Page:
MiRNAs and Arterial Stiffness-Clinical Studies

Arterial stiffness is most precisely measured by pulse wave velocity (PWV; Laurent et al., 2006). In a study, downregulation of miR-21 was related to decreased levels of arterial stiffness as estimated by PWV in hypertensive patients at baseline and 1 year after antihypertensive treatment (Parthenakis et al., 2017). Interestingly, the effect on arterial stiffness was not correlated with patients' blood pressure levels (Parthenakis et al., 2017).

MiRNAs Inducing Arterial Stiffness Through Ang II

MiR-21 plays an important role in Ang II-mediated fibrosis pathways (Laurent et al., 2006; Lorenzen et al., 2015). In cardiac fibrosis, osteopontin (OPN) that is activated by Ang II upregulates miR-21 through transcription factor AP-1. MiR-21, then, increases fibrosis through enhancing fibroblast activity and ECM accumulation. In this process, miR-21 downregulates PTEN (phosphatase and tensin homolog) and SMAD7, while increases ERK and AKT signaling pathways (Lorenzen et al., 2015; see Figure 1). Inversely, miR-124 exerts an antifibrotic role by reducing pulmonary vascular fibroblast activation by repressing its target gene PTBP1 (polypyrimidine tract-binding protein 1) and subsequently affecting PTEN pathway (Wang et al., 2014).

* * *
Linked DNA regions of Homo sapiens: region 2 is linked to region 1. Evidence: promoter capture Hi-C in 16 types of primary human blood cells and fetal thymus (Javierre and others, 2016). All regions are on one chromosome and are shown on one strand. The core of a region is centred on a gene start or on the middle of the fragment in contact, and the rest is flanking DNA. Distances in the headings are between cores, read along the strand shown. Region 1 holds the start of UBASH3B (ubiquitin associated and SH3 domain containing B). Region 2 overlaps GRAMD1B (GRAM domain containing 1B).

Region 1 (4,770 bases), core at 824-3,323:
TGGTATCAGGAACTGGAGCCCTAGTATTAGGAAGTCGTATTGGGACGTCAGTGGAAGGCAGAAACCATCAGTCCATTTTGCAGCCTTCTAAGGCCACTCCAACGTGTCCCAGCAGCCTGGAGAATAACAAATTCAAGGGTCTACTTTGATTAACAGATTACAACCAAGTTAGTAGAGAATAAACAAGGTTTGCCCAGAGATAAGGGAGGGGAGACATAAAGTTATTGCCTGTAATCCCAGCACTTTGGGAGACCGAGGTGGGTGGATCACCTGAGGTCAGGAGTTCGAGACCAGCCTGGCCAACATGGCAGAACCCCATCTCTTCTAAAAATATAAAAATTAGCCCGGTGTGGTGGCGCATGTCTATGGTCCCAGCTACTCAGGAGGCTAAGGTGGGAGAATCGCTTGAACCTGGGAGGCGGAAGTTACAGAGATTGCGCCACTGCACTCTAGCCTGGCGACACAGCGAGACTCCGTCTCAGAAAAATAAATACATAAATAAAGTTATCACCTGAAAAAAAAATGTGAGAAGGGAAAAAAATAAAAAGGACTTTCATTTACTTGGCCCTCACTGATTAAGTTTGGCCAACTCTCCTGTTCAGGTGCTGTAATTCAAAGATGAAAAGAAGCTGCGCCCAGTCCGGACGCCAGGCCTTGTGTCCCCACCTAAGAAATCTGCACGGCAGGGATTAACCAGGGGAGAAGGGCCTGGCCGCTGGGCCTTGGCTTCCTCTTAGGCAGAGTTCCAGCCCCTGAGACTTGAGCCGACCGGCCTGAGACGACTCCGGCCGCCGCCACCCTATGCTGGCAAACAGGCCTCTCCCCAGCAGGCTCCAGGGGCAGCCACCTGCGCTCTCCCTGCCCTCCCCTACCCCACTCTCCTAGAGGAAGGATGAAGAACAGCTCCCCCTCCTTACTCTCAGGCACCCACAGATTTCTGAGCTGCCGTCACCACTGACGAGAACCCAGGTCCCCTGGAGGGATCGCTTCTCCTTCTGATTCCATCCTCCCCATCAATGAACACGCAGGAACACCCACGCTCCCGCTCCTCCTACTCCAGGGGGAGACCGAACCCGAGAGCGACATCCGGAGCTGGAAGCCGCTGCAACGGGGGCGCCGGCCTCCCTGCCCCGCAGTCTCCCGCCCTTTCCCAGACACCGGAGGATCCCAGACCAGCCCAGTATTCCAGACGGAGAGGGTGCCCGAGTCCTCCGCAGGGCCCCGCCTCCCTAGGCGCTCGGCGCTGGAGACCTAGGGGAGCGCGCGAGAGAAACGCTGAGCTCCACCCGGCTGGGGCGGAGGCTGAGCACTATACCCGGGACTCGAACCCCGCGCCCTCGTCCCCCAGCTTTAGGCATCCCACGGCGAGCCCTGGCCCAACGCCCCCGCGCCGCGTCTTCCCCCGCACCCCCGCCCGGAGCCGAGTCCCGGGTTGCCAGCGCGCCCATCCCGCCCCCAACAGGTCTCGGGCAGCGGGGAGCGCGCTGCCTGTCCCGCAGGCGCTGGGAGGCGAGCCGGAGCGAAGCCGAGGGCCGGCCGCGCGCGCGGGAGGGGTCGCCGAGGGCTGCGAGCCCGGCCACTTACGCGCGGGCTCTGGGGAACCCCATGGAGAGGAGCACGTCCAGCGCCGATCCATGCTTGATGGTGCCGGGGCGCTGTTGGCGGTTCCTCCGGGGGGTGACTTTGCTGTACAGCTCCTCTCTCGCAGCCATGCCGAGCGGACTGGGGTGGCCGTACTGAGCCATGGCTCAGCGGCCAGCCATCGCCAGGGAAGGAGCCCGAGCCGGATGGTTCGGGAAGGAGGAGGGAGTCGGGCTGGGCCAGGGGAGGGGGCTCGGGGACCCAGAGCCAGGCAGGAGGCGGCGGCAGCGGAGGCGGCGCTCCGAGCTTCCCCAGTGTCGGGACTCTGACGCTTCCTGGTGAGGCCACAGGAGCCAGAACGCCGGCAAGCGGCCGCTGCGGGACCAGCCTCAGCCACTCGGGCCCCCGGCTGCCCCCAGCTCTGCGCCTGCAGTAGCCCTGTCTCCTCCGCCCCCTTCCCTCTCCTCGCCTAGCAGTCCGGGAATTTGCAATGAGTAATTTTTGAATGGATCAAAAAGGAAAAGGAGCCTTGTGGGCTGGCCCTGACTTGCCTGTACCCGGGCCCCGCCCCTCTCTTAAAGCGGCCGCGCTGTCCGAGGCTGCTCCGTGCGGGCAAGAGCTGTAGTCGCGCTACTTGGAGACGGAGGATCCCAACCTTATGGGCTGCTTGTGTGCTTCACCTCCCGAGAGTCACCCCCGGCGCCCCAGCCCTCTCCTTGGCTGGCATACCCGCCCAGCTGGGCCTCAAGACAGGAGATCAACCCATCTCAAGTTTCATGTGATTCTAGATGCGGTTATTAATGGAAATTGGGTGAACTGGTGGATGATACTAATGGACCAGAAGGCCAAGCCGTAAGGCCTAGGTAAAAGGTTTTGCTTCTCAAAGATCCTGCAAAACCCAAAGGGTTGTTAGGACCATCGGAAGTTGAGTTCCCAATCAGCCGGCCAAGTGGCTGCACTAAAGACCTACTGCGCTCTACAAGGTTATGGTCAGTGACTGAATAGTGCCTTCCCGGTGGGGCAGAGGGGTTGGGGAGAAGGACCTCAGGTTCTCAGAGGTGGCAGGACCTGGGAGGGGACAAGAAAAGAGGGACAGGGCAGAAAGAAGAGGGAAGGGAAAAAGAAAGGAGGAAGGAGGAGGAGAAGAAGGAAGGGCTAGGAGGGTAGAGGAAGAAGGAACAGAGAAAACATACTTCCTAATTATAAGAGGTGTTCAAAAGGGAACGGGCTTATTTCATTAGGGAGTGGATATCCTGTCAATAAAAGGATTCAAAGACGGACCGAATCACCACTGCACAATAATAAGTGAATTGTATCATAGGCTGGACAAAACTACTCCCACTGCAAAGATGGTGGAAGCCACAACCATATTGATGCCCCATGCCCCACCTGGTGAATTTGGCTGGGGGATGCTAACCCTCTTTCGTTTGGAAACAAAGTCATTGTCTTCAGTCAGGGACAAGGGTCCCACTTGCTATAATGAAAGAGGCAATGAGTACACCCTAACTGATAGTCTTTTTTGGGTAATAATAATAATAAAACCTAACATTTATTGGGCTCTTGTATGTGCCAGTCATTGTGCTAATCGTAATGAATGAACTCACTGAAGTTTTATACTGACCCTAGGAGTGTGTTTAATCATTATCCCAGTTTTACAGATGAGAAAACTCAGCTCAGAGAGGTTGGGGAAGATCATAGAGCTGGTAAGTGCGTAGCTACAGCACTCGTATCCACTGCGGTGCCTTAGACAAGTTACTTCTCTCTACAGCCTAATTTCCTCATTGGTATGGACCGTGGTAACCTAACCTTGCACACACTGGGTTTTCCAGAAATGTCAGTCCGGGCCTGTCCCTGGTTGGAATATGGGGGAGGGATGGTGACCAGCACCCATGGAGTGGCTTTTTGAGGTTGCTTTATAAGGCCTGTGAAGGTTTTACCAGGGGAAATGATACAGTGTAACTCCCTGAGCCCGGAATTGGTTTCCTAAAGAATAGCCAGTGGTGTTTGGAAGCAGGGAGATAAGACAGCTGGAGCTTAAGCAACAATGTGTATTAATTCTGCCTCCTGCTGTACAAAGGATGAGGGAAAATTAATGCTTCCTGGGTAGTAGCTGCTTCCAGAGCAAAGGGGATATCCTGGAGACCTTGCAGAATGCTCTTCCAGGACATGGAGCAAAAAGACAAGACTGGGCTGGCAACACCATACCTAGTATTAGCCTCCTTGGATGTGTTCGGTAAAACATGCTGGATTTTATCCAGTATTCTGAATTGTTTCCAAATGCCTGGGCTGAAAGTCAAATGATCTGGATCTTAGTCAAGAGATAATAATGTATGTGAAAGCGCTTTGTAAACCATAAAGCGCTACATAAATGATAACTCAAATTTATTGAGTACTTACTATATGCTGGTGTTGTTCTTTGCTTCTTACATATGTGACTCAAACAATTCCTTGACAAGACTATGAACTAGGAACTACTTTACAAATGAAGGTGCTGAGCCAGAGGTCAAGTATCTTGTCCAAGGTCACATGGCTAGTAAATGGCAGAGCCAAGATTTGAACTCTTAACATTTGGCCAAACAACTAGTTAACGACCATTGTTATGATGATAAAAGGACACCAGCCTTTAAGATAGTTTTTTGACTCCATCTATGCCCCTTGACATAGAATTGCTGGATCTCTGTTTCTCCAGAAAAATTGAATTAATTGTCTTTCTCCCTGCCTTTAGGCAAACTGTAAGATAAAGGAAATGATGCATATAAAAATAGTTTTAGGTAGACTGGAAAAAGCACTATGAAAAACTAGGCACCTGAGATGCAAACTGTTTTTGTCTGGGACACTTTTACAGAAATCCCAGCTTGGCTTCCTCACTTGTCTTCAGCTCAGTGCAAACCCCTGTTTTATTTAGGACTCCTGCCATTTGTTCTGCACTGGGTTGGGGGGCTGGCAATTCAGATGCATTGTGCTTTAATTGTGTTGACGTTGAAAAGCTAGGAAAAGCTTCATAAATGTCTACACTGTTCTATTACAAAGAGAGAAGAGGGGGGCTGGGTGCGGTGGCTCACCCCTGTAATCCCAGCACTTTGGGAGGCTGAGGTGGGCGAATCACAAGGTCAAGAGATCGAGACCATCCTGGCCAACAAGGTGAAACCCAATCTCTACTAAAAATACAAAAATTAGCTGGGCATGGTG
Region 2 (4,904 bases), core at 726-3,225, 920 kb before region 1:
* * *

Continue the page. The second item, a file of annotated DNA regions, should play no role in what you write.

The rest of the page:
PTEN is, also, the target of miR-19b-mediated cardiac fibroblast proliferation and migration (Zhong et al., 2016). However, in another study it was demonstrated that Ang II downregulated miR-19b expression and upregulated connective tissue growth factor (CTGF) expression in cultured cardiomyocytes via an AT1R-dependent pathway, increasing cardiac fibrosis (Gao S. et al., 2014; see Figure 1). All these effects of Ang II were abolished by telmisartan, which is an AT1R (Ang II type 1 receptor) antagonist (Gao S. et al., 2014). CTGF is associated with fibrosis through regulating ECM arrangement (Finckenberg et al., 2003; Gao S. et al., 2014). Finally, Ang II promotes VSMC proliferation by upregulating miR-130a which, in turn, decreases GAX expression, the growth arrest-specific homeobox which exerts an inhibitory role on VSMCs proliferation (Wu et al., 2011). On the contrary, miR-155 overexpression was found to inhibit Ang II-induced viability and proliferation of mouse VSMCs by inducing G1 cell cycle arrest and downregulating the expression of AT1R in VSMCs (Yang et al., 2014).